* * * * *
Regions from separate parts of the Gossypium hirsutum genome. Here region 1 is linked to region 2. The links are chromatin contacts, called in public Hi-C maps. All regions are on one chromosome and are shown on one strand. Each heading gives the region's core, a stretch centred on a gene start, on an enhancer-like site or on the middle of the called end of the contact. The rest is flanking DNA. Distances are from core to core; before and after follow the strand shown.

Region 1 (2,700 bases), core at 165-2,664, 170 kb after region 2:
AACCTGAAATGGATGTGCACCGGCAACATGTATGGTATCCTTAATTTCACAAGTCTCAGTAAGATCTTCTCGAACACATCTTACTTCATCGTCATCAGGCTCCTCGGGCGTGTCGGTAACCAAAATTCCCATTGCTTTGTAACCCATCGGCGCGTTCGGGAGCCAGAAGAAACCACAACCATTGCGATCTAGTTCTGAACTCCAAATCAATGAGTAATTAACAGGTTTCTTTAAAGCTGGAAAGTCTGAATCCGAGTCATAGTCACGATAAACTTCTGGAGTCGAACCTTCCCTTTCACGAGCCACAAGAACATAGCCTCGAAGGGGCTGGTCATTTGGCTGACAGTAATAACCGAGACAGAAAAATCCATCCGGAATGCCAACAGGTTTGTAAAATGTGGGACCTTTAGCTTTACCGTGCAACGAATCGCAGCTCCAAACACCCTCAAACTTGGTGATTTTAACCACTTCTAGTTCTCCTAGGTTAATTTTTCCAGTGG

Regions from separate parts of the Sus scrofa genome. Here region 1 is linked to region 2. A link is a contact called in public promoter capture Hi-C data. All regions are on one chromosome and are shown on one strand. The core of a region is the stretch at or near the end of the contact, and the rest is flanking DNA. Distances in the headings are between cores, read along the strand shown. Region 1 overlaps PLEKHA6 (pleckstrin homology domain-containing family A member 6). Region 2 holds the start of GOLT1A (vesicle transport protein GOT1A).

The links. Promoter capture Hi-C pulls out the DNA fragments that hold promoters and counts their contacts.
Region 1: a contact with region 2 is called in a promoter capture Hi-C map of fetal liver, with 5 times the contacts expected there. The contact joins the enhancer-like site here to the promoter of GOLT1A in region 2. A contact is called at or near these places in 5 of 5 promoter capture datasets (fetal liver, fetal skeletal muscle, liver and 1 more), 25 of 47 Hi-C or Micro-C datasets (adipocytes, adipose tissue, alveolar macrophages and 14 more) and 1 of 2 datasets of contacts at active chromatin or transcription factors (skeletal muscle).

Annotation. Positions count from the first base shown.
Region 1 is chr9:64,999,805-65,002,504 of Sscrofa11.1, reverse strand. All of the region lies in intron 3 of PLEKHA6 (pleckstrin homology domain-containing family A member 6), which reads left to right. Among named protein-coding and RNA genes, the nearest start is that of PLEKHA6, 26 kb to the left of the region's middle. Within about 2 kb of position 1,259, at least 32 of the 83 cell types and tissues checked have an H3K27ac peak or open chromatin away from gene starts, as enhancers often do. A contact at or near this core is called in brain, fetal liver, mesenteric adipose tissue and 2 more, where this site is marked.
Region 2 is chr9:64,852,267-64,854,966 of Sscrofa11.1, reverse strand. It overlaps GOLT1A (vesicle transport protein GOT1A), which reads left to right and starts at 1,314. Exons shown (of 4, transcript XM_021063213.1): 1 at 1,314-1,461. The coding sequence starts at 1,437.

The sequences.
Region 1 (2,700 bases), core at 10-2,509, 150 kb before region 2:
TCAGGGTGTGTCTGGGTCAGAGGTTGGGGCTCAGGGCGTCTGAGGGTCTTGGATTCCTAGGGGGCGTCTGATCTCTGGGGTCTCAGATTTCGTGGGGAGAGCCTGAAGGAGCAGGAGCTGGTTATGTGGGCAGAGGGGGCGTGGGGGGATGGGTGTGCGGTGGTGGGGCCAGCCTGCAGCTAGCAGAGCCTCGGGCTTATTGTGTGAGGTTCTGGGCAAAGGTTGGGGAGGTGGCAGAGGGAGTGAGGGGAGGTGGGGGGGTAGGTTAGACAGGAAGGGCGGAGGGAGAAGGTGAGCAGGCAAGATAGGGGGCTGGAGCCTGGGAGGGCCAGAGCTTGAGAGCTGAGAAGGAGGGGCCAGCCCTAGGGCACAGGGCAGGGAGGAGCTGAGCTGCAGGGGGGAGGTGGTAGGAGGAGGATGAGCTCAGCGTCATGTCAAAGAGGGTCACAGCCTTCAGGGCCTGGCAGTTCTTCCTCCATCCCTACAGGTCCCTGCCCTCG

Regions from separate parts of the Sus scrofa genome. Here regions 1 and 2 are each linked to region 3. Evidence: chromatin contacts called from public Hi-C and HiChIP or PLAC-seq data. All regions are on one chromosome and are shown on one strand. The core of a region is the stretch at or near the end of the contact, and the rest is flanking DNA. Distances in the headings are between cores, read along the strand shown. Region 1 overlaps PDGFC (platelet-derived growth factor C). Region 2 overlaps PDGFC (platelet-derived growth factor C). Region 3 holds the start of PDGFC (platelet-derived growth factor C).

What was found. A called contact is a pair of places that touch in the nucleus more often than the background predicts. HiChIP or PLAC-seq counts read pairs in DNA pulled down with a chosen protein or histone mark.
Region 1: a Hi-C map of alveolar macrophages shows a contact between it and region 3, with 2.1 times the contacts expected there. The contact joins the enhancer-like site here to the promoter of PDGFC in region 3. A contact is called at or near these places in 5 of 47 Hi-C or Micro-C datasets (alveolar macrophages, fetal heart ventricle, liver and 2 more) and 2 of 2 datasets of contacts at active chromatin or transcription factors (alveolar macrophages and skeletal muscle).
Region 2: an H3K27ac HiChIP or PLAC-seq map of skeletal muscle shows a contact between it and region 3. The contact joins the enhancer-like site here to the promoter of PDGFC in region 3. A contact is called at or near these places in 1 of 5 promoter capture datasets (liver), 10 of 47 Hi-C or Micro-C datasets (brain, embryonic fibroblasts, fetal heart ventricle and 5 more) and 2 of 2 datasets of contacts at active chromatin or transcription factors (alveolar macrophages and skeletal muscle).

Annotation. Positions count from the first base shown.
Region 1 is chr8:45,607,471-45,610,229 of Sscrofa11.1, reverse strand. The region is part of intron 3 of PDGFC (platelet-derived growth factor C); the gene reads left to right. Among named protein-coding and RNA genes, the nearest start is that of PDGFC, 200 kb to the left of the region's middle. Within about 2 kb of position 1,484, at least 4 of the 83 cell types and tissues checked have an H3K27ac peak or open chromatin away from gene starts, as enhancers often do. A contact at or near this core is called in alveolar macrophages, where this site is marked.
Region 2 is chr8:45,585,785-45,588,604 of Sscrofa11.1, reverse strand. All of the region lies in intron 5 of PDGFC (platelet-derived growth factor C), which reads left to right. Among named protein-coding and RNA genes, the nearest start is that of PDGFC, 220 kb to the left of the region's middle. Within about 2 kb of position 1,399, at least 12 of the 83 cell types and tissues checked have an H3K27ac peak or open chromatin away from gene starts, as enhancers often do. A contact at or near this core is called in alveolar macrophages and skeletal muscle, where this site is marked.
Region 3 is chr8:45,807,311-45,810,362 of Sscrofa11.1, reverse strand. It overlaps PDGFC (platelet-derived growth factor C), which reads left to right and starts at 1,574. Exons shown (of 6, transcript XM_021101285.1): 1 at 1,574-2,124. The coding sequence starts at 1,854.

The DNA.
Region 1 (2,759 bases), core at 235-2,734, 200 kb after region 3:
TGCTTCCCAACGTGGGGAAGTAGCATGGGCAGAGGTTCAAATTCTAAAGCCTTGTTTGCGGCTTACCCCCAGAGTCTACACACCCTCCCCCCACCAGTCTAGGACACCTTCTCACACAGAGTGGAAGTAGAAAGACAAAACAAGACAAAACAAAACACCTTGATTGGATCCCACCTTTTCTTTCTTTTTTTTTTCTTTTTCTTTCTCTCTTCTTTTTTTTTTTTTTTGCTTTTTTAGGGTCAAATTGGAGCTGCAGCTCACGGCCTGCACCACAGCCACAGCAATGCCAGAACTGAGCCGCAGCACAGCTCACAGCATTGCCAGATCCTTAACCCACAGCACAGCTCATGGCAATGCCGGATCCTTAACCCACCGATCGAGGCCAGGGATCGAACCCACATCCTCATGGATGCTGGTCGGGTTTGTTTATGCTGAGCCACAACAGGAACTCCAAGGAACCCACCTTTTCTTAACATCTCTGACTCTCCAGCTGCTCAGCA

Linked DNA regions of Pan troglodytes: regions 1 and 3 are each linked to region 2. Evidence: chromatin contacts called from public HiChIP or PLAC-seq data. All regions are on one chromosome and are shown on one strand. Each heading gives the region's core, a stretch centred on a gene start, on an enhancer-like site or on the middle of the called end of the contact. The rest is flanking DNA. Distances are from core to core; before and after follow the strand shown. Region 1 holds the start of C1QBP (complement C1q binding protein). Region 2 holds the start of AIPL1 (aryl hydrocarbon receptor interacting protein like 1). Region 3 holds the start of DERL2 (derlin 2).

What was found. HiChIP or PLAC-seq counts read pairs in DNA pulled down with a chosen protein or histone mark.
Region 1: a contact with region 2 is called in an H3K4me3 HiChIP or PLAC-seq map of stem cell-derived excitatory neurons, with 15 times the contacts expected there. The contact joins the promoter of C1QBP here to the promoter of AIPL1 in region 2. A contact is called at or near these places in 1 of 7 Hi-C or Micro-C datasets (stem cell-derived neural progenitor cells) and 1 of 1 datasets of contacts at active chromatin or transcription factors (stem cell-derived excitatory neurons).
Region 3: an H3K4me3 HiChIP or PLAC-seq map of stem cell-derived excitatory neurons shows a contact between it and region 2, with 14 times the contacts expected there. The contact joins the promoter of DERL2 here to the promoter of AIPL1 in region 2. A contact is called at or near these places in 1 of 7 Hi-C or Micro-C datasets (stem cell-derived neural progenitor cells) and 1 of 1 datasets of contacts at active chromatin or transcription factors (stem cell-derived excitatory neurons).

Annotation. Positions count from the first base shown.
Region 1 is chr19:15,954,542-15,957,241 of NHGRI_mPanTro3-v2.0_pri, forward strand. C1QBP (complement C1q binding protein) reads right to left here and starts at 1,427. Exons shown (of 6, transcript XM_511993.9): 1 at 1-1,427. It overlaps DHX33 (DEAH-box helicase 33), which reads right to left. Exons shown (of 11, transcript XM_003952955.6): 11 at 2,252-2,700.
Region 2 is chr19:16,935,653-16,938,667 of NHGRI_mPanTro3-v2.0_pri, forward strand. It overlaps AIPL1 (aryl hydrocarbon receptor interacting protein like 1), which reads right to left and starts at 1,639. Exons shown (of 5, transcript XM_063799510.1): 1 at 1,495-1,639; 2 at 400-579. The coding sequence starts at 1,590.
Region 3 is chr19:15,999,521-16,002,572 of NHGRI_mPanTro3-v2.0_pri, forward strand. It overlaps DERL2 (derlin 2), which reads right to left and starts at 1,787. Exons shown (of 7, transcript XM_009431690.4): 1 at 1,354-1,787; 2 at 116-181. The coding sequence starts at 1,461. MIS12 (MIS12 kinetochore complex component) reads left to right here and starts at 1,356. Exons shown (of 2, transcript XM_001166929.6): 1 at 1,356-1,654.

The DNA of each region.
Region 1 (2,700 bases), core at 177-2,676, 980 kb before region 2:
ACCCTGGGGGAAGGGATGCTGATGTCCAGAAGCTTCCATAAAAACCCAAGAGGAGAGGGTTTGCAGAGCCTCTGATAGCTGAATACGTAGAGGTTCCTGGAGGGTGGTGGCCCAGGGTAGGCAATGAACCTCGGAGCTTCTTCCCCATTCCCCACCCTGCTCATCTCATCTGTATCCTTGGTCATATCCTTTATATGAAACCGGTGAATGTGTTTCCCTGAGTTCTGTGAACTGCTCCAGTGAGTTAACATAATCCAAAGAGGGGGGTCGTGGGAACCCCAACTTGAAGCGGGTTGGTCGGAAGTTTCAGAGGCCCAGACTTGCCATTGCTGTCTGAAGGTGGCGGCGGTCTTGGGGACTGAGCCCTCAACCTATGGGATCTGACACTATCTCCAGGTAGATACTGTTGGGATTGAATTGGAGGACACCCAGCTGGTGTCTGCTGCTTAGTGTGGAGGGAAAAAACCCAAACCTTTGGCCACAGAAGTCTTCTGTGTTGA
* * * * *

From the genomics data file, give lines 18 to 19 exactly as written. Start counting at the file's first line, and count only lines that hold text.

Region 1 is chr8:45,607,471-45,610,229 of Sscrofa11.1, reverse strand. The region is part of intron 3 of PDGFC (platelet-derived growth factor C); the gene reads left to right. Among named protein-coding and RNA genes, the nearest start is that of PDGFC, 200 kb to the left of the region's middle. Within about 2 kb of position 1,484, at least 4 of the 83 cell types and tissues checked have an H3K27ac peak or open chromatin away from gene starts, as enhancers often do. A contact at or near this core is called in alveolar macrophages, where this site is marked.
Region 2 is chr8:45,585,785-45,588,604 of Sscrofa11.1, reverse strand. All of the region lies in intron 5 of PDGFC (platelet-derived growth factor C), which reads left to right. Among named protein-coding and RNA genes, the nearest start is that of PDGFC, 220 kb to the left of the region's middle. Within about 2 kb of position 1,399, at least 12 of the 83 cell types and tissues checked have an H3K27ac peak or open chromatin away from gene starts, as enhancers often do. A contact at or near this core is called in alveolar macrophages and skeletal muscle, where this site is marked.